Sapiens: A Brief History of Humankind by Yuval Noah Harari, my friend has been badgering me to read it. It’s sitting on my bedside table, untouched, taunting me with its small print and many pages.

What is your favourite thing about reading?

The escapism, as you can probably tell I really like fantasy, I enjoy nothing more than being swept into another realm, full of adventure and excitement. I particularly enjoy a well-crafted world, somewhere I can visit in my own imagination, years after I’ve read the book.

What’s the best book you’ve read in the last 6 months?

I reread Soulless by Gail Carriger recently, it’s one of my go-to books when I need a pick me up, and despite the fact this was my fourth read of it, it was still the best thing I read in the last 6 months.

If you could insert yourself into any book, which would you pick and why?

Guards! Guards! By Terry Pratchett, I’d give anything to walk the streets of Ankh-Morpork, solve cases with Sam Vimes and take a big whiff of the river Ankh.

Name a book that you feel everyone would benefit from reading and explain why.

Bleak House by Charles Dickens, this work is as relevant now in 2018 as it was in 1852. It paints a brilliant picture of how flawed humanity can be but at the same time redeemable, how connected we all are despite our differences and the value of compassion.

Mr Penumbra's 24-hour Bookstore by Robin SloanWhat is the book that you feel has had the single biggest impact on your life? What impact did it have?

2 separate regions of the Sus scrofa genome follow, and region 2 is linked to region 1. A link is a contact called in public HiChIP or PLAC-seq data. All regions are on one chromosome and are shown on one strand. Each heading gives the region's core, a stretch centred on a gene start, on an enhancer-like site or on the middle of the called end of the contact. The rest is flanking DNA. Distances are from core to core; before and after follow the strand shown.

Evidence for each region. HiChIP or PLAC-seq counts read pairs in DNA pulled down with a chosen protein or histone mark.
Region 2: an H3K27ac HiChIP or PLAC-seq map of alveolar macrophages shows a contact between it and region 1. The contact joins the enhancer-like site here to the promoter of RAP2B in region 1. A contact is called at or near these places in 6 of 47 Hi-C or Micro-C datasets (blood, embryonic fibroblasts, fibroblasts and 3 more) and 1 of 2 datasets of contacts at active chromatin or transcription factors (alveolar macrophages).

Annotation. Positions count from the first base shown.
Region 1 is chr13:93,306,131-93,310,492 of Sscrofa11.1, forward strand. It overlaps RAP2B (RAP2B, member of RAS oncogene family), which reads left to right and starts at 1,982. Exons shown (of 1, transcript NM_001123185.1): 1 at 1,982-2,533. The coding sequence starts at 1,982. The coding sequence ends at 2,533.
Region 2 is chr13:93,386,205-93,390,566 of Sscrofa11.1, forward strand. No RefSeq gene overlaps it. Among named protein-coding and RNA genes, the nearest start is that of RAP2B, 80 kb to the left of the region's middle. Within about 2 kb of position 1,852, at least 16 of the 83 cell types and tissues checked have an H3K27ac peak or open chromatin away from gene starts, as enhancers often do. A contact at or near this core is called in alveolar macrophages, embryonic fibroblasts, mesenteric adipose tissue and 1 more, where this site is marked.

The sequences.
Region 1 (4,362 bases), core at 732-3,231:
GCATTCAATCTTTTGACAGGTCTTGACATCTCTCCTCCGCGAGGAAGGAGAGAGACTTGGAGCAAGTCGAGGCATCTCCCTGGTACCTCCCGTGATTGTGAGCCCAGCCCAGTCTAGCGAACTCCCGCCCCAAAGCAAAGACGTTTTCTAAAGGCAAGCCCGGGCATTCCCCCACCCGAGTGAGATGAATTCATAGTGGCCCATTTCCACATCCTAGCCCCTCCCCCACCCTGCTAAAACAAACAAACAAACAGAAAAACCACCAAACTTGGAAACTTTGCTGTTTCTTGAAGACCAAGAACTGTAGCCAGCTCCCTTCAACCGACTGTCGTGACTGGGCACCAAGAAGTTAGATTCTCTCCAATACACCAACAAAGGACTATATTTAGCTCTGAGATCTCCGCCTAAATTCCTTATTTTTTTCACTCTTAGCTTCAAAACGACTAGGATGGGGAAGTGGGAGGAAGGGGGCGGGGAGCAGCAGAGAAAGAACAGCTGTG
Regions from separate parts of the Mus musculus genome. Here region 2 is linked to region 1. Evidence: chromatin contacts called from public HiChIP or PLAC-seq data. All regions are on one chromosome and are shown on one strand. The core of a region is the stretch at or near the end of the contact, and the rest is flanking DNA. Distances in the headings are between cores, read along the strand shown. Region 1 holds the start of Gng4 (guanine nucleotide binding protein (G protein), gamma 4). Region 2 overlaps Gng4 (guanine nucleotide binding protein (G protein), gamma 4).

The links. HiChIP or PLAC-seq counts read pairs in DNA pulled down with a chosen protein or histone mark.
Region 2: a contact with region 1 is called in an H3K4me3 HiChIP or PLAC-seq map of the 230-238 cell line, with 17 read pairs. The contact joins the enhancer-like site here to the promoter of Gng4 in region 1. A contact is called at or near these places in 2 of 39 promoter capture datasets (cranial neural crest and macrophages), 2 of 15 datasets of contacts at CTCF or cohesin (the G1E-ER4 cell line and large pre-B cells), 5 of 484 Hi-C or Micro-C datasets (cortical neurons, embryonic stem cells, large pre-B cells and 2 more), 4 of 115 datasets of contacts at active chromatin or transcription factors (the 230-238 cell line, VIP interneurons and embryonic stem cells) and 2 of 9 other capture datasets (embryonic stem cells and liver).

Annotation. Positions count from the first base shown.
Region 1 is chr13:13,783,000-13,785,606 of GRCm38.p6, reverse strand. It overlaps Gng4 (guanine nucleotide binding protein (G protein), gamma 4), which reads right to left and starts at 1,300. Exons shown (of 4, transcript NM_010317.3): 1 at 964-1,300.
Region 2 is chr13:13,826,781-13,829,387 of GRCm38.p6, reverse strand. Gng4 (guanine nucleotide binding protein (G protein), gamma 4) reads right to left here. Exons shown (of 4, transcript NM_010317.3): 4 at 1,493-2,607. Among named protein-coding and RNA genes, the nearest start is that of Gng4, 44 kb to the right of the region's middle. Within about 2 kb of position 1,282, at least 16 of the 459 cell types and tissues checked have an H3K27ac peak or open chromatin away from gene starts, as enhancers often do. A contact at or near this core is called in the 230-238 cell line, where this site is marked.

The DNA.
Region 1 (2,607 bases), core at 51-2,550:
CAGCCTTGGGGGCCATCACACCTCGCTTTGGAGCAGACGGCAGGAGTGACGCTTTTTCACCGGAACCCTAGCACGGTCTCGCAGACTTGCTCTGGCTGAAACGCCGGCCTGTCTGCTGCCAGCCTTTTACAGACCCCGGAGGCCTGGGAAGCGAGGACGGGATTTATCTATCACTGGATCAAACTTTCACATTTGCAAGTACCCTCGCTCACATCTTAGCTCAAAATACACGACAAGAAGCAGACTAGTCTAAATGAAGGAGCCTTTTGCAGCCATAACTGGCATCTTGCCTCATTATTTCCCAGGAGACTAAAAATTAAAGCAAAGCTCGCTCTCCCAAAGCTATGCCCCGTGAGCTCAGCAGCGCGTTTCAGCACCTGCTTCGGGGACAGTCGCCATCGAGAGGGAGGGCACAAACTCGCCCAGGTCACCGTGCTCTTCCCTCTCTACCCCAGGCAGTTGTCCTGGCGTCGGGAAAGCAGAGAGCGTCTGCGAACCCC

Harry Potter and the Philosopher’s Stone by J.K Rowling, I hate to harp on about it, but it changed my life. I was a very lonely child, and most of the books I’d read up till Harry Potter had been ghost stories, world war 2 books or just general fiction. I’d never read a series, and I’d never really read anything that fantastical. Harry Potter’s world was a place I could go to when everything else seemed hopeless. It made me feel significant, and even though I was just a kid, it made me feel like I could affect change in my world.

Are there any books you haven’t mentioned that you feel would make your reading list?

Anything by Bill Bryson, Mr Penumbra’s 24-hour Bookstore by Robin Sloan, Angelmaker by Nick Harkaway and The Strange Affair of Spring-Heeled Jack by Mark Hodder.

Which book sat on your shelf are you most excited about reading next and why?

Lincoln in the Bardo by George Saunders, I’ve put off reading it because so many people I know talked it up so much, I don’t like to dive into things with too many expectations. I feel like I’m ready now, and I’m excited to read something different. I’m a bit of a homebody when it comes to books, I tread familiar paths of fantasy and adventure, this seems a bit more cerebral and experimental.

If you’d like to learn more about Ashley Storrie, you can find her on her website and Twitter.

Image credit: Steve Ullathorne